- Open Access
Ethical, legal and social issues: out in the open
© BioMed Central Ltd. 2012
- Published: 27 February 2012
The field of genomic medicine moves quickly, and previously unrealized ethical issues are becoming apparent as new technologies are invented, novel data emerge and clinical applications are established. In the three years since the launch of Genome Medicine, we have seen discussion panels at genomics conferences tackling such topics as return of research results to participants and physician education in the genomic era, while headlines have been made by the Genetic Information Nondiscrimination Act , the Myriad Genetics patent litigation , and the US Food and Drug Administration's take on direct-to-consumer testing.
Considerations of the ethical implications of genomic technologies and data are crucial to the implementation of genomic advances for improving human health. Work in the ethical, legal and social issues (ELSI) field does not always fit the standard Research article format, but broad, transparent access to these analyses and discussions is essential if they are to be integrated into the field of genomic medicine. In this issue of the journal, we introduce a peer-reviewed open-access article type, Open Debate, to accommodate novel and scholarly arguments that are informed by analysis and discussion, not just practical research. In the first article of this new type, Timothy Caulfield, Shawn Harmon and Yann Joly investigate the conflicts between open science and commercialization in genomics research .
Genomics has a culture of open data dating to before the time of the Human Genome Project, with the principles of accessibility formalized in the Bermuda agreement leading to an ongoing general principle that sequencing data should be released into the public domain as soon as possible after they are generated, and at least prior to publication. In the burgeoning field of medical sequencing, this principle has been tempered somewhat by considerations of patient privacy (a topic for another day), but as a rule, openness in genomics research continues to be both integral and essential. For example, it is hard to imagine how the recent explosion of genome-wide association studies, with their huge sample sizes, could have taken place without collaboration and data sharing. However, researchers are also increasingly encouraged to commercialize their research to speed product development and for monetary gain, which implies secrecy and competition. In their article, Caulfield and colleagues carry out an exploratory analysis of these two aspects of the policy guidelines from major funding bodies in the UK, US and Canada, concluding that these two opposing forces in genomics research may not be irreconcilable, but that a flexible middle way must be sought.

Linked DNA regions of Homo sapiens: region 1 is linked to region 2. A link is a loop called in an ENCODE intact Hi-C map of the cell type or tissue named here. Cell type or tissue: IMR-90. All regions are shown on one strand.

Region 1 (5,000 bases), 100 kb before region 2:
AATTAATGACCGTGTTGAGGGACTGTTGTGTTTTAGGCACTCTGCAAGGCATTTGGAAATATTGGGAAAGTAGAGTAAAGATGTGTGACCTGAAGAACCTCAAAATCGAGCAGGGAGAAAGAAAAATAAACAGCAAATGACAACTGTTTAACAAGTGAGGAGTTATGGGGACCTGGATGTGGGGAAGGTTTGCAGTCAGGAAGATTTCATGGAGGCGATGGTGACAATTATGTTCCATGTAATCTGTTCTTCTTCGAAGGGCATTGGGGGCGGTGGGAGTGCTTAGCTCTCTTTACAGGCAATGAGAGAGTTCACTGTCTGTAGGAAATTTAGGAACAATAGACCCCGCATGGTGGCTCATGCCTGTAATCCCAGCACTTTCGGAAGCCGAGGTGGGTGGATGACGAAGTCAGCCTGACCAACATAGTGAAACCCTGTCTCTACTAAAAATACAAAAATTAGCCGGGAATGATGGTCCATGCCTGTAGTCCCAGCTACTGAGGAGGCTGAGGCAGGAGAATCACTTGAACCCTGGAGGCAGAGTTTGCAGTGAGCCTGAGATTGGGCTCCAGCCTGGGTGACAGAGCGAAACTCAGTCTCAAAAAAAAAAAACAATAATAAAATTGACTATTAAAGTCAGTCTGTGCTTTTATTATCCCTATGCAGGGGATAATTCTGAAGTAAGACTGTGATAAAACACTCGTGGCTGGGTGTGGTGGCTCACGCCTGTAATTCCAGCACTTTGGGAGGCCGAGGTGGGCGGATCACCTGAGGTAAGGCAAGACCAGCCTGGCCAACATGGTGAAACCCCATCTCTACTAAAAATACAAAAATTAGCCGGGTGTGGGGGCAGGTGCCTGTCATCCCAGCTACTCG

In the spirit of openness and fostering debate, we encourage our readers to use the Comments facility available on our website, or tweet @genomemedicine, to join in the discussion. The transition to genomic medicine is dependent upon the participation of researchers, ethicists, lawyers, clinicians and patients, and we'd like to hear your views.
Many thanks to the rest of the Genome Medicine editorial team for stimulating discussions and valuable comments on this article.
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